About Believe Housing Australia: Believe Housing Australia is a nationally accredited Tier 1 community housing provider that owns or manages more than 2,100 social and affordable homes in SA. Safe and secure housing and tenancy services are provided to people on low incomes, those who have experienced homelessness, First Nations people, people with a disability, and survivors of domestic violence. Believe Housing Australia is part of the AnglicareSA family, which means tenants have access to a wide range of support services. Formerly known as AnglicareSA Housing, Believe Housing Australia remains a fully owned subsidiary company of AnglicareSA.
AnglicareSA and Believe Housing Australia has been granted permission to publish these stories. Names have been changed at the request of individuals to protect the identity of their children.
Leanne from Adelaide’s northern suburbs: single mum of two
Leanne is a single parent with sole care of two young children.
She spent five months late last year searching for a home across Adelaide after the rental lease of her home for two years expired and was not renewed. Based on the single parenting allowance, Leanne can spend about $400 a week on rent.
“I can’t tell you how many houses I looked at,” says Leanne. “I couldn’t find anything we could afford – absolutely nothing, or, if it was affordable, it was not fit for children.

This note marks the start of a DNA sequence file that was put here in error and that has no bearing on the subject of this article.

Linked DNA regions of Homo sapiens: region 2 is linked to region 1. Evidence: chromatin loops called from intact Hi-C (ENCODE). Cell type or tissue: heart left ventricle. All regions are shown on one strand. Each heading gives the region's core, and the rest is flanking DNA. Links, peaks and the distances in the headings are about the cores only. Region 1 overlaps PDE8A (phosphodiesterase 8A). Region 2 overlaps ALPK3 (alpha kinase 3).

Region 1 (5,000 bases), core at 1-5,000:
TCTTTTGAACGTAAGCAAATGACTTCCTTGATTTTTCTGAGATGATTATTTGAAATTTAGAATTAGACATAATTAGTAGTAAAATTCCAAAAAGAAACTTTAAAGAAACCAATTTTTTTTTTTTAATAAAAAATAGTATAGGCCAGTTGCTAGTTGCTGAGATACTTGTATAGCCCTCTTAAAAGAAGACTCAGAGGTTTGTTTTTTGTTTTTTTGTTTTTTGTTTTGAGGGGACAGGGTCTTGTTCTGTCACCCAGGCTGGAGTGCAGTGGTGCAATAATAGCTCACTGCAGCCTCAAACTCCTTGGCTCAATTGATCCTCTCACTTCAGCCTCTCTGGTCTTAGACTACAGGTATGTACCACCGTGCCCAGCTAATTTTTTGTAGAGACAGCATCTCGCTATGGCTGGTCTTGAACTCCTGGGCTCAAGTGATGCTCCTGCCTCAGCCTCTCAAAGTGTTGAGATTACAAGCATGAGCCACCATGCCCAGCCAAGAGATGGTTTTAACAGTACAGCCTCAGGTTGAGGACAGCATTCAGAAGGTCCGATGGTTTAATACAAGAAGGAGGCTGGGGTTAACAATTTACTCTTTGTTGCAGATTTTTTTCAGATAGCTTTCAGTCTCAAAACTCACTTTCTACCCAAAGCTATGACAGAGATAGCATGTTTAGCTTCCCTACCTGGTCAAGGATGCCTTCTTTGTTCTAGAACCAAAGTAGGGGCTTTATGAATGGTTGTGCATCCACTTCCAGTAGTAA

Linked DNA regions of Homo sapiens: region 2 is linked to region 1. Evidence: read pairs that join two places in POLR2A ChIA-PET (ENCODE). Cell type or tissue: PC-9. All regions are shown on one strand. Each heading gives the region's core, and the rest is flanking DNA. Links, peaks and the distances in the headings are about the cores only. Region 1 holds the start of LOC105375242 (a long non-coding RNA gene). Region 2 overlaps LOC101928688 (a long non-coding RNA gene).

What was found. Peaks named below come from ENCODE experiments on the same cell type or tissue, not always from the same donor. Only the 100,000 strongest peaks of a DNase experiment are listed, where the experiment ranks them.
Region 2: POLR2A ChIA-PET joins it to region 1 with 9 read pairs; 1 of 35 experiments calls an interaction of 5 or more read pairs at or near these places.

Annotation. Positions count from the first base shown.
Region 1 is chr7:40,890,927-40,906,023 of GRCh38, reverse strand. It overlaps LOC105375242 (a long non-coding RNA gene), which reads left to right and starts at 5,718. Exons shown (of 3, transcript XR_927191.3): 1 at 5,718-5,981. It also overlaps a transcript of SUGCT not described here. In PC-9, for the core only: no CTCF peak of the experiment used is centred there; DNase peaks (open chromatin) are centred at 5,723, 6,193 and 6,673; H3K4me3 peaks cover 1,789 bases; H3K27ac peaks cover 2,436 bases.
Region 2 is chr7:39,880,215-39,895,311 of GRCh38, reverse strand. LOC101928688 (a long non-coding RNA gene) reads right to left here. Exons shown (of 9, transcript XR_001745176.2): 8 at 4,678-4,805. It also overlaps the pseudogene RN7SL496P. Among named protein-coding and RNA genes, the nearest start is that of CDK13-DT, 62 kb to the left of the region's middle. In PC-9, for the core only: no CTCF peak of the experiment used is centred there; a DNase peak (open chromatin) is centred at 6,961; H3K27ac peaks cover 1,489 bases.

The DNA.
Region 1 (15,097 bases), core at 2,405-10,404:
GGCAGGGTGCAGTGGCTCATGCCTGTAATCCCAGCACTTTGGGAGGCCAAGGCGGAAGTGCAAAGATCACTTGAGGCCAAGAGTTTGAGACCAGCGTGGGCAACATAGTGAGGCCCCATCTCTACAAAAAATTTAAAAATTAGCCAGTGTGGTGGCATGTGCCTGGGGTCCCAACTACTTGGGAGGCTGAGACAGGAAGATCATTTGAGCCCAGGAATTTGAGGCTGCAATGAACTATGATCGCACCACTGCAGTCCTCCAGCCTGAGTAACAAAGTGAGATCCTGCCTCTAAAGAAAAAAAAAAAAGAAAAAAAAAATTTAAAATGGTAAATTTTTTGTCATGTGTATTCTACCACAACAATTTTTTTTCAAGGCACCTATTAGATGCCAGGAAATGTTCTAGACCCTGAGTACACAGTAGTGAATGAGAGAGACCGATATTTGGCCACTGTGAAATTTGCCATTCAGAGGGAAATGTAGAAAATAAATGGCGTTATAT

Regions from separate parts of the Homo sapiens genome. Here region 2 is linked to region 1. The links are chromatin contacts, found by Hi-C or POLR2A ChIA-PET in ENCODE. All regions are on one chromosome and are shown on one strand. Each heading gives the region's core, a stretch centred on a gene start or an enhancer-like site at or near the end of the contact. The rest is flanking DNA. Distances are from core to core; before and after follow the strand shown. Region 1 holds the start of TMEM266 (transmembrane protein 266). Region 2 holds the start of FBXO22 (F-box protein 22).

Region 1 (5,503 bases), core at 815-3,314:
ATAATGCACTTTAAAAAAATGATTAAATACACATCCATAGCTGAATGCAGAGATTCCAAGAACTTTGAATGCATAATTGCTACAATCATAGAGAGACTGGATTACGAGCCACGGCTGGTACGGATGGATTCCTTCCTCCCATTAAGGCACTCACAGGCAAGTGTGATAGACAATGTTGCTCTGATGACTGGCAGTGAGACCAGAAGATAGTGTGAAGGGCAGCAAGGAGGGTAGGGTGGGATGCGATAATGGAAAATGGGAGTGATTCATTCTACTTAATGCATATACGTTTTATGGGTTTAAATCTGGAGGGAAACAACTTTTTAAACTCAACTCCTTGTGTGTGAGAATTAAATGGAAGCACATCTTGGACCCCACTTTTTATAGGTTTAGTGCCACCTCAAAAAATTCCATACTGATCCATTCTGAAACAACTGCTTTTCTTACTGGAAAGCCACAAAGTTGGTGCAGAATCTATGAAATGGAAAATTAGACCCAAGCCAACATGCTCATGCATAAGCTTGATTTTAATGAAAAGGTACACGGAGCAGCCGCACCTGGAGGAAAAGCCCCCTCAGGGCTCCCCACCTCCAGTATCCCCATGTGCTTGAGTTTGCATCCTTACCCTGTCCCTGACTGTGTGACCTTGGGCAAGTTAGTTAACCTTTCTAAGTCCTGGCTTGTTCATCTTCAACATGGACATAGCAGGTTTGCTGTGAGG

“It’s been a very stressful and difficult time.”
Leanne and her children are now renting a three-bedroom home below market rates that is managed by Believe Housing Australia in Adelaide’s northern suburbs.
“We are very lucky – it’s all worked out for me and the kids,” says Leanne. “We do have a happy ending but there are so many more people out there waiting.”
Anne from the Adelaide Hills: disability pensioner
Anne has been looking for a suitable rental property for the past six months after the home she was renting was sold for a record price last year.
Anne has been living at Anne’s brother’s rental home since January 2022. His home also is due to be sold by its owners later this year.
“It’s unprecedented and I’m scared of having nowhere to live,” she says.
The $350 a week Anne can afford to spend on rent, based on her disability income, has not been enough to secure the two-bedroom home she’s been searching for. She’s visited more than 30 private rental properties.
“I’ve looked for everything and I’ve applied for everything,” says Anne.
“I mean, yes, rent has gone up – but there’s also just not enough houses full stop. The gap has gotten wider pretty quickly, and I’ve got money for a bond and just that’s not enough.”
Andy from Adelaide’s northern suburbs: single pensioner
Disability pensioner Andy was forced to couch surf with friends after a long-term relationship ended, leaving him without a home.
The 66-year-old grandfather says he has rented a home all his life without a problem until COVID arrived.
“There is nowhere to go for people doing it tough,” says Andy. “You just can’t afford to rent anymore.”
Poor health – from triple bypass surgery and work-related disabilities – meant finding a place to rent for less than $350 a week was “impossible”.
Andy spent five months searching for a home in mid-2020.
He says rising rent, not enough housing stock, and record property prices were to blame.
Andy was finally able to secure a one-bedroom unit, rented at below market rates, through social housing provider Believe Housing Australia.
He’s currently sharing his unit with his 24-year-old daughter who can’t afford to rent on her own.